|Additional fossils assigned to Hierosaurus sternbergii, Wieland (1911). Imagine a frilled nodosaur, as described in the caption!|
A couple of years later (1911) Wieland was able to contribute more details, based on the recovery of additional scutes, plates, and fragments which he attributes to the type specimen. A couple of pointed plates are impressively sized, and the figured example looks quite Sauropelta-like, as noted by Carpenter et al. (1995). One spike is interpreted as bearing two points, although it's not clear from the restoration what this interpretation is based on. The most unusual addition is two pieces of curved bone with nodes sticking out from the curve. Wieland interprets this as part of a squamosal, giving the animal a Triceratops-like frill (unfortunately, there is no life restoration). Carpenter et al. (1995) consider this to more likely represent part of the parietal. Wieland reports that there are nearly 70 "keels" (his term for the large scutes in this paper, which is fitting enough because all of the pieces illustrated are indeed strongly keeled), which means that half of them went missing before Carpenter et al (1995) saw the material. Because he has not been able to find a sacral shield, he regards the armor as representing only the body in front of the hips, which is a reasonable enough proposition. He estimates the animal as about 4 m (about 13) long, and distinct from the larger Stegopelta per Williston (for one thing, its armor is not scrobiculate!). (As we saw in the Stegopelta post, Moodie  thought they might be synonyms.) In hindsight, the strongly keeled scutes are reminiscent of Edmontonia and Panoplosaurus; Ford (2000) suggests a relationship with Panoplosaurus, drawing attention to the oval bases, but the pointed keels look more Edmontonia rugosidens to me. Maybe a happy medium? The addition of Sauropelta-like cervical spines would have made a distinctive-looking beast, provided, of course, that the armor is all part of the holotype (the omnipresent oval shapes and keeling suggest that the animal that provided Charles Sternberg's half-ring is not involved).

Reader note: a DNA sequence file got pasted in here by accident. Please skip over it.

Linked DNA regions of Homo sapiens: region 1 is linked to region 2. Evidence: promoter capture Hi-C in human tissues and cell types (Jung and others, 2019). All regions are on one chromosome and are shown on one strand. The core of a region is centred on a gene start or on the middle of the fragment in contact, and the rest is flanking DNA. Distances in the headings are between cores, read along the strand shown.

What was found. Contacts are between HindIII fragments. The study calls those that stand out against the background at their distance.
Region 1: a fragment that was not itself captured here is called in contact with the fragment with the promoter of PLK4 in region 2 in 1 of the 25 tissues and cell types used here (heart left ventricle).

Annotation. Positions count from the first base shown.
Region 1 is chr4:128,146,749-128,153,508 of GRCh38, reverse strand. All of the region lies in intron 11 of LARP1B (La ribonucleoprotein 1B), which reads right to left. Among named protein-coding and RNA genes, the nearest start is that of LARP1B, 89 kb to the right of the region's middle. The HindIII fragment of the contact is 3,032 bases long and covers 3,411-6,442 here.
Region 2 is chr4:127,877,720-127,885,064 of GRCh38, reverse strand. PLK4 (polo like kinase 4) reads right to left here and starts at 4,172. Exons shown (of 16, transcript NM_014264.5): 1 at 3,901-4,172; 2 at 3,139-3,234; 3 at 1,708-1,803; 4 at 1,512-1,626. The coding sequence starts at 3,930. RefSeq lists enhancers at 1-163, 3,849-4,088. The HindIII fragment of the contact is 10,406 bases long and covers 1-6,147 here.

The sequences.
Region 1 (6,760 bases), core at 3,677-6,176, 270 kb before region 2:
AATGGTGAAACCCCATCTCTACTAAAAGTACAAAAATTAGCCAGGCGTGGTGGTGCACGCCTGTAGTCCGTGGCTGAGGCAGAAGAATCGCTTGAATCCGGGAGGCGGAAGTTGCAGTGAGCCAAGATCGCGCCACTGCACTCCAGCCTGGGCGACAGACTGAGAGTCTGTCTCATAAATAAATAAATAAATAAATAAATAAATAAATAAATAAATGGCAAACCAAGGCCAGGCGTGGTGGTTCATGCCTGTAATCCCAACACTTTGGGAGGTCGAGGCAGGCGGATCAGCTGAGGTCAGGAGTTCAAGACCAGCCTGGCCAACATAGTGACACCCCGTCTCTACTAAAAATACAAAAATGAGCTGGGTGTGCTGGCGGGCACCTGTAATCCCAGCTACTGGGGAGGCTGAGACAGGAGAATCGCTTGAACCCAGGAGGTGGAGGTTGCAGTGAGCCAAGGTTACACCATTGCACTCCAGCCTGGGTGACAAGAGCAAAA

|Perhaps big Sauropelta-like cervical spines? (Wieland 1911)|
Hierosaurus has not garnered much attention since Wieland's time, although it did become a recipient of a second species, H. coleii (Mehl 1936). You may know this one as Niobrarasaurus, described as its own genus in Carpenter et al. (1995). Like Stegopelta, the genus Hierosaurus spent the 1980s as a synonym of Nodosaurus following Coombs (1978). Carpenter et al. (1995) dissolved the synonymy, but found H. sternbergii to be indeterminate.
Carpenter, K., D. Dilkes, and D. B. Weishampel. 1995. The dinosaurs of the Niobrara Chalk Formation (Upper Cretaceous, Kansas). Journal of Vertebrate Paleontology 15(2):275–297.
Coombs, W. P. 1978. The families of the ornithischian dinosaur order Ankylosauria. Palaeontology 21(1):143–170.
Ford, T. L. 2000. A review of ankylosaur osteoderms from New Mexico and a preliminary review of ankylosaur armor. Pages 157–176 in S. G. Lucas, and A. B. Heckert, editors. Dinosaurs of New Mexico. New Mexico Museum of Natural History and Science, Albuquerque, New Mexico. Bulletin 17.
Mehl, M. 1936. Hierosaurus coleii: a new aquatic dinosaur from the Niobrara Cretaceous of Kansas. Journal of the Scientific Laboratory, Denison University 31:1–20.
Moodie, R. L. 1910. An armored dinosaur from the Cretaceous of Wyoming. Kansas University Science Bulletin 5:257–273. (text) (plates)
Sternberg, C. H. 1909. An armored dinosaur from the Kansas Chalk. Transactions of the Kansas Academy of Science 22:257–258.
Wieland, G. 1909. A new armored saurian from the Niobrara. American Journal of Science 27:250–252.
Wieland, G. R. 1911. Notes on the armored Dinosauria. American Journal of Science, Series 4, 31:112–124.